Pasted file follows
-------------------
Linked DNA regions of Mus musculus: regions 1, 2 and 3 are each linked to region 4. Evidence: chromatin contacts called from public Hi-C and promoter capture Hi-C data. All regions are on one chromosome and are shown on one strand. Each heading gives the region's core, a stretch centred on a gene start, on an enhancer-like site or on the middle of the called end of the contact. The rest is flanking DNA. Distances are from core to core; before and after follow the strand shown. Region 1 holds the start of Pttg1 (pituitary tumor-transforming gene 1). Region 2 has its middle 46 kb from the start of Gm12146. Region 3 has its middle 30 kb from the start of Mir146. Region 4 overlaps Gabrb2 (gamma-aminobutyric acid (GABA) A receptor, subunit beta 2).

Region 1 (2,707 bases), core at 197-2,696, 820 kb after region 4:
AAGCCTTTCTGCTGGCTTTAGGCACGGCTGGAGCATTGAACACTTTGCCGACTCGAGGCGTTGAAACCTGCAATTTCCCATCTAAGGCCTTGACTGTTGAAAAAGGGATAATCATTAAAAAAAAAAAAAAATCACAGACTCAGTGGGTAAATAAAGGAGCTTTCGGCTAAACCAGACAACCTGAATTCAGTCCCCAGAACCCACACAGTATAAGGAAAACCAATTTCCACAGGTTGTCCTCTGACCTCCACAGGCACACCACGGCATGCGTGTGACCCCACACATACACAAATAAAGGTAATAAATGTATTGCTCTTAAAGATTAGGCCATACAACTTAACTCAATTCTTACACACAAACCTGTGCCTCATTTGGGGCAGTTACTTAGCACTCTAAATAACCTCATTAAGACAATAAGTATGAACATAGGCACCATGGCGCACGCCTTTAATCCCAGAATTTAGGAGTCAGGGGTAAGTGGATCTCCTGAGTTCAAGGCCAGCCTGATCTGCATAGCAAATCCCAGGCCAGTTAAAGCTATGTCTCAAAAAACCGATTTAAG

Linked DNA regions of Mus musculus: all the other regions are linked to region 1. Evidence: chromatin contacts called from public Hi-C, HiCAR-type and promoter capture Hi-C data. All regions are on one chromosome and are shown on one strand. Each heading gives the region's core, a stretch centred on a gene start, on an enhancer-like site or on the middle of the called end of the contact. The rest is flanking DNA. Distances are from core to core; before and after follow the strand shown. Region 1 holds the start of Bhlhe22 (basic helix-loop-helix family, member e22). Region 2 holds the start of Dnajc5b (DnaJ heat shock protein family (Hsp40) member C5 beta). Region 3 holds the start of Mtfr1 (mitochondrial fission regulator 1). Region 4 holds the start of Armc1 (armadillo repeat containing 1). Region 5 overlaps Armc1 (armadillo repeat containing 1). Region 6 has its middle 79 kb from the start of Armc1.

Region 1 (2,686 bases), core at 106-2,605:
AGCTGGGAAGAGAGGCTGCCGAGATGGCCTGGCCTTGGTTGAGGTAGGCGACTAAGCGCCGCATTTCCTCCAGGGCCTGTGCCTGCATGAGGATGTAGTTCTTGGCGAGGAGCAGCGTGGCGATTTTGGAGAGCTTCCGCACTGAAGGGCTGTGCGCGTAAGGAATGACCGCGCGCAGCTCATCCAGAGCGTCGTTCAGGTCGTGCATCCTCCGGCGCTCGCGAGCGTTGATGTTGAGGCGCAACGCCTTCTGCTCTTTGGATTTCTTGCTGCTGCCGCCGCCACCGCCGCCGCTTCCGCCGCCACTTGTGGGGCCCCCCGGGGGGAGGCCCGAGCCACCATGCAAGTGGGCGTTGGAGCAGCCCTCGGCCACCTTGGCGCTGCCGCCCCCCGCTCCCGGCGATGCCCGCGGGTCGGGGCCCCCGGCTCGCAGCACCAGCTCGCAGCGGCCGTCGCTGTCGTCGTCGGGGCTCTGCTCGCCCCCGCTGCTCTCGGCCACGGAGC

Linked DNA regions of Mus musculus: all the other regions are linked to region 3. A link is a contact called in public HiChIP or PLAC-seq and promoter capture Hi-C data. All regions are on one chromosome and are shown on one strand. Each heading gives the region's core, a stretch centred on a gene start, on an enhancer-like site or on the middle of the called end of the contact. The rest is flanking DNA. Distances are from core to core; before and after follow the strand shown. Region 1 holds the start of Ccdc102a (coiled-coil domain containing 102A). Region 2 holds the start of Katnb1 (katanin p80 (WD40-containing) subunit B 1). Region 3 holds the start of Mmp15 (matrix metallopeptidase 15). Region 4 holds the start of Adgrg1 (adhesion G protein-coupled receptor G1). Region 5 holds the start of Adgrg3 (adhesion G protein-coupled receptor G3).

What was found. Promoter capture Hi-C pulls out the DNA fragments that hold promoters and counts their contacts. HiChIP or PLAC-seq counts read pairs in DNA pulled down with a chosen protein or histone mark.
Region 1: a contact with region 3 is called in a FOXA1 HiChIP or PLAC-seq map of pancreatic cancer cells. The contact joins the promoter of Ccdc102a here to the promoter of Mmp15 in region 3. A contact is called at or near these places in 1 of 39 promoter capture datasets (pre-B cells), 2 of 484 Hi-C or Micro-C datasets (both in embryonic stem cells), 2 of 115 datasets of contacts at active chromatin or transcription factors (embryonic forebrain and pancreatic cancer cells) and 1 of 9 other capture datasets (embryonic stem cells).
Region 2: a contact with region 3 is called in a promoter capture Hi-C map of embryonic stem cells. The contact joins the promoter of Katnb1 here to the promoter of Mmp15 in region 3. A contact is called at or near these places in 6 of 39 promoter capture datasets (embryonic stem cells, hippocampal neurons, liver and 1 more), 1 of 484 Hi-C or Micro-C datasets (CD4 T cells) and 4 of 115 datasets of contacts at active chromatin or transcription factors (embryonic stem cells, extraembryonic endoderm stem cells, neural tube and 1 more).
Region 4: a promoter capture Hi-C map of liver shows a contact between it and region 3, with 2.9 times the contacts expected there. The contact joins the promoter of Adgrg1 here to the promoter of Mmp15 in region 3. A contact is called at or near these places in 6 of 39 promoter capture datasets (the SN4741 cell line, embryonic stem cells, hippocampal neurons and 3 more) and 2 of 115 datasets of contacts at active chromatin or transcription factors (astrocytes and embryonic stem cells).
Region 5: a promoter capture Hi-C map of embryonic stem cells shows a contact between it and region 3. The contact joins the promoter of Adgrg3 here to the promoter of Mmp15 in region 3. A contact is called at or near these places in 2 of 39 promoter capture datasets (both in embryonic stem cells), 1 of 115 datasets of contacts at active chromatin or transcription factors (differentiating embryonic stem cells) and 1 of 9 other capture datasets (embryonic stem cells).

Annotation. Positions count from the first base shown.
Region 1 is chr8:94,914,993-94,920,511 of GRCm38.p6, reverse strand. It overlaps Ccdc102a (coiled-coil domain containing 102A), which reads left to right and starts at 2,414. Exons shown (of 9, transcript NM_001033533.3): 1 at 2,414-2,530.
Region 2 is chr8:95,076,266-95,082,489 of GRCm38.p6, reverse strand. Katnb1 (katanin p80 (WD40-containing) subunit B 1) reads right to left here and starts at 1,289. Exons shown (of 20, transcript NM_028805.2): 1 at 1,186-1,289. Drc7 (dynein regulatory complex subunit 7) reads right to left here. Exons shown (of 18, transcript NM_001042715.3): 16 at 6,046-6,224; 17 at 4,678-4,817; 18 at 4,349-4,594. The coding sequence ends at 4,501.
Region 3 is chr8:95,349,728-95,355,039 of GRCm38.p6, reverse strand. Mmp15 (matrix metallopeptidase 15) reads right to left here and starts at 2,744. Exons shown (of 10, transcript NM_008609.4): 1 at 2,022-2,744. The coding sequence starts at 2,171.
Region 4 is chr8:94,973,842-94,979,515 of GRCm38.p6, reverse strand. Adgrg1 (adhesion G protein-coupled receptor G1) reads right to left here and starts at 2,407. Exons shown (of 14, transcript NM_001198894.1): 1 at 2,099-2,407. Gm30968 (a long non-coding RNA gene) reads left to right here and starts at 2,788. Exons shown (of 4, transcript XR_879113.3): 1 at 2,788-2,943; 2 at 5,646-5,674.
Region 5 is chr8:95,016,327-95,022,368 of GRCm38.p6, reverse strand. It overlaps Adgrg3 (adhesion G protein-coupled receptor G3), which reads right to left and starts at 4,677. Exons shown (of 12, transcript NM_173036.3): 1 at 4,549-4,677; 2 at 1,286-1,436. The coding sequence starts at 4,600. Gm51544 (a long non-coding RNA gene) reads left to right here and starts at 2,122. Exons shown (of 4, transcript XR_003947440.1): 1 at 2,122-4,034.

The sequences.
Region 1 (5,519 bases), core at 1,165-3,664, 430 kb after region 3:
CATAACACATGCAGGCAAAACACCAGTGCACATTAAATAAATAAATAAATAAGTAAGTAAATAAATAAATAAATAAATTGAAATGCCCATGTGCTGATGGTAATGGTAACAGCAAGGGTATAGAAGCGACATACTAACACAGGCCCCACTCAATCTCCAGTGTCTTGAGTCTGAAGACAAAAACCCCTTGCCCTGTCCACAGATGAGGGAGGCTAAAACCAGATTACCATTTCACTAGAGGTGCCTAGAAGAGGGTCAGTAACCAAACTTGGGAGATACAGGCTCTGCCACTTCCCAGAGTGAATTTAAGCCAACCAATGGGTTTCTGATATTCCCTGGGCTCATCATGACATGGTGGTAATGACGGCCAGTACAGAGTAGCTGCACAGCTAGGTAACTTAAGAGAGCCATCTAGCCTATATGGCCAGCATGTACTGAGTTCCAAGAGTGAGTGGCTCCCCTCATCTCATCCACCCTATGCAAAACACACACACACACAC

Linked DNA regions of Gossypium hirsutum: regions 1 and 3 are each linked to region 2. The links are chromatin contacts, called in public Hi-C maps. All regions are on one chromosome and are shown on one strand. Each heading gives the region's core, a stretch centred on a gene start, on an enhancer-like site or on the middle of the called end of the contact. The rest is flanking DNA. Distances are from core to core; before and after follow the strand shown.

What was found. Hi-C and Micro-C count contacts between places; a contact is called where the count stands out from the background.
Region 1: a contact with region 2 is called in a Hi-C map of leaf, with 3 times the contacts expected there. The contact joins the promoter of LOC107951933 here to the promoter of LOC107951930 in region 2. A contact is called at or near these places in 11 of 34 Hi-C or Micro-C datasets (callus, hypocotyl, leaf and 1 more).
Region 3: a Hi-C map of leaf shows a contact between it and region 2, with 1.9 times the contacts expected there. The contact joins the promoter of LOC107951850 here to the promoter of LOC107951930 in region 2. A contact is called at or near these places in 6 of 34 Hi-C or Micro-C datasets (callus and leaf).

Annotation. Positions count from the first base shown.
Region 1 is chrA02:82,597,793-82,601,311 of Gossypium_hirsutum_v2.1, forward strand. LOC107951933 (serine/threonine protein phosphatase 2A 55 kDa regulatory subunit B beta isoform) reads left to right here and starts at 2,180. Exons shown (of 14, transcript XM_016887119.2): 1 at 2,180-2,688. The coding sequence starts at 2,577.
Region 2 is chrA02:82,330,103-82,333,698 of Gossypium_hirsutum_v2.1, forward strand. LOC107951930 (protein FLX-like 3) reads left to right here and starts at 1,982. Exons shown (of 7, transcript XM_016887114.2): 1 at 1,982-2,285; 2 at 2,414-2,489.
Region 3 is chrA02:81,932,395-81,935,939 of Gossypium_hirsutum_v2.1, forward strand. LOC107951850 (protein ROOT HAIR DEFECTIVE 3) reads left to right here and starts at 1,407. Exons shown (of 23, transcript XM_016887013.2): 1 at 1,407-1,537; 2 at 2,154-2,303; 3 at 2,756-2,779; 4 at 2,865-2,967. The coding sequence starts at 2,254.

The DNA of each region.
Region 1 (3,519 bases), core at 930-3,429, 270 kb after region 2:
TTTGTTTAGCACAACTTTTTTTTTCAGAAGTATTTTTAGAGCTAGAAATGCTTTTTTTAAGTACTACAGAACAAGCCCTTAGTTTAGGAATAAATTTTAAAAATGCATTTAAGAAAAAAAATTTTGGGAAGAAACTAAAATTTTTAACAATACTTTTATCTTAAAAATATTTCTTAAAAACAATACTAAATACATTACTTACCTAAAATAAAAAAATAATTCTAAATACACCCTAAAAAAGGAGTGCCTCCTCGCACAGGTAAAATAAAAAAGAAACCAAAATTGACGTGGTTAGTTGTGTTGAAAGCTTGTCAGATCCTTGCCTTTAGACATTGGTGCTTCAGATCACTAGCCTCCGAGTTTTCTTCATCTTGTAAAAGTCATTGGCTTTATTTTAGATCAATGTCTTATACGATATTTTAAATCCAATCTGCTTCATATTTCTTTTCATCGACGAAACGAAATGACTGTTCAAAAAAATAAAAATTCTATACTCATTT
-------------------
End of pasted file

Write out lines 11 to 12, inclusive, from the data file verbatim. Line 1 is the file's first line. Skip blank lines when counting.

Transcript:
Region 4: a promoter capture Hi-C map of liver shows a contact between it and region 3, with 2.9 times the contacts expected there. The contact joins the promoter of Adgrg1 here to the promoter of Mmp15 in region 3. A contact is called at or near these places in 6 of 39 promoter capture datasets (the SN4741 cell line, embryonic stem cells, hippocampal neurons and 3 more) and 2 of 115 datasets of contacts at active chromatin or transcription factors (astrocytes and embryonic stem cells).
Region 5: a promoter capture Hi-C map of embryonic stem cells shows a contact between it and region 3. The contact joins the promoter of Adgrg3 here to the promoter of Mmp15 in region 3. A contact is called at or near these places in 2 of 39 promoter capture datasets (both in embryonic stem cells), 1 of 115 datasets of contacts at active chromatin or transcription factors (differentiating embryonic stem cells) and 1 of 9 other capture datasets (embryonic stem cells).